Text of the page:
What is a Bruise?
Causes of Bruises
- Accidents and bumps
- Ageing – With age the skin becomes thinner and blood vessels lose strength, hence rupture easily.
- Bleeding disorders – Deficiency of clotting factors. It can also present with gum bleeding, nasal bleeding and internal bleeding in the abdomen.
- High intensity sports like weight lifting, athletics
Types of Bruises
- Subcutaneous – Just beneath the skin
- Intramuscular – Inside the muscle
- Periosteal – Bruise to the bone
Symptoms associated with Bruises
- A fresh bruise is usually reddish. Over days, there can be a gradual change of color of the bruise from red to bluish black and then to yellowish green.
- Pain or tenderness that usually subsides as the bruise fades with time
- Swelling at the area of the bruise
- Nosebleeds or bleeding gums associated with bruises may point to an underlying bleeding disorder.
Healing of bruise takes up to 4 weeks or more. In case the swelling persists for more than 4 weeks, further evaluation must be done to look for underlying cause like bleeding disorders.
Healing of a bruise undergoes various phases like the initial swelling with redness followed by bluish black discoloration and then the final stage of healing which is yellowish white color of the skin.
A bruise with severe swelling and pain should alert a more serious problem like a fracture of bone. Recurrent bruising in a certain pattern should raise suspicion of physical abuse.
Easy and recurrent bruising in various parts of the body along with bleeding from nose and in gums raises suspicion of a bleeding disorder.
Bruising can be seen in various conditions like:
- Injuries – Injuries can happen due to motor vehicle accidents, blunt injuries, sports or due to falling. A bruise after an injury is spongy or lumpy due to sudden collection of blood in that area. By the nature of the accident or assault it can be categorized either into injury or abuse. X-rays and abdomen ultrasound are useful in assessing the extent of injury.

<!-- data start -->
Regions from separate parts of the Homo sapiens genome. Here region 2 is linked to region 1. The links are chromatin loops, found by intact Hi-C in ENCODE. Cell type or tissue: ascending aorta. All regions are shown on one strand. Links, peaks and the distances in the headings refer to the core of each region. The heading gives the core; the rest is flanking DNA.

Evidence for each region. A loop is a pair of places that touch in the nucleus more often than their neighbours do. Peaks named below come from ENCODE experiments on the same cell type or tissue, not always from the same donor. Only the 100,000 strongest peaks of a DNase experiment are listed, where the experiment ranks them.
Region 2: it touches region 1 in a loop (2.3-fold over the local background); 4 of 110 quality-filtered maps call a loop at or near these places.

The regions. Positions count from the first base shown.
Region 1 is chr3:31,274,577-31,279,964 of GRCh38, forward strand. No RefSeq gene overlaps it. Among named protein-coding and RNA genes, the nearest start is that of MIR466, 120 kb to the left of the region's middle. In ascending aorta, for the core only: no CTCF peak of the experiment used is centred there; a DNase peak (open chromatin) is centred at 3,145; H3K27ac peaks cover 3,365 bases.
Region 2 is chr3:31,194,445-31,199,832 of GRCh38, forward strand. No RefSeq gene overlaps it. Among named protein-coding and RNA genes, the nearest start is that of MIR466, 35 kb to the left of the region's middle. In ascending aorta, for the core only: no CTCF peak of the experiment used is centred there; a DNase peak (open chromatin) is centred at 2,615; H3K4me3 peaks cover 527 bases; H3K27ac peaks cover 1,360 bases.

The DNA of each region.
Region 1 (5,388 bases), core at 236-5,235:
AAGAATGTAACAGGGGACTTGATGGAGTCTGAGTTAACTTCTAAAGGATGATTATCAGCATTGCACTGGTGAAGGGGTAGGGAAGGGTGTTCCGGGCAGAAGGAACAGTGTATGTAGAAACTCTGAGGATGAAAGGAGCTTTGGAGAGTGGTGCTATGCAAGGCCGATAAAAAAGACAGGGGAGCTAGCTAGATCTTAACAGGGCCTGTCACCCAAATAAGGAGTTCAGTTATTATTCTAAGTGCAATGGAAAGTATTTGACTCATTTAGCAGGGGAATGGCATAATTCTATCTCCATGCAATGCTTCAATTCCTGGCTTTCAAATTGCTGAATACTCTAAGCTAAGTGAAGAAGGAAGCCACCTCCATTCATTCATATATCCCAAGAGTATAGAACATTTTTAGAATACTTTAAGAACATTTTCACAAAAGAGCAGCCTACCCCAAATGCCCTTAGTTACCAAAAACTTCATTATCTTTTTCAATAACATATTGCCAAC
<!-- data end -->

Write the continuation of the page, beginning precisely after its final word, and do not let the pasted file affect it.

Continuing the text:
- Alcohol abuse – It causes dehydration, loss of Vitamin C and a tendency of brittle capillaries. All these factors increase the chances of easy bruising in alcoholics.
- Ageing – Due to ageing the upper layer of the skin becomes thin and the soft tissues are unable to provide adequate support to the capillaries leading to easy bruising even for simple forces applied.
- Aplastic anemia – It is a condition affecting the bone marrow, inhibiting the production of blood cells. It can be caused by radiation therapy, exposure to chemicals, autoimmune disorders, certain medications and viral infections. Complete blood count with bone marrow biopsy is useful in concluding on the cause.
- Autoimmune diseases - It is a group of disorders happening due to abnormal response of the immune system to the body’s own cells causing various symptoms. Bruising in autoimmune diseases usually happen due to damage to the blood vessels or bone marrow.
- Cushing’s disease – It is a condition that develops due to abnormal production of high levels of cortisol by the adrenal glands in the body. It can happen due to the use of synthetic corticosteroids as a part of the treatment for various conditions or due to tumors in the adrenal glands. It presents with easy bruising, thin skin, reddish purple marks on the thighs, stomach, buttocks, arms and legs, weight gain and decreased libido. Estimating cortisol levels in the blood helps in arriving at a diagnosis.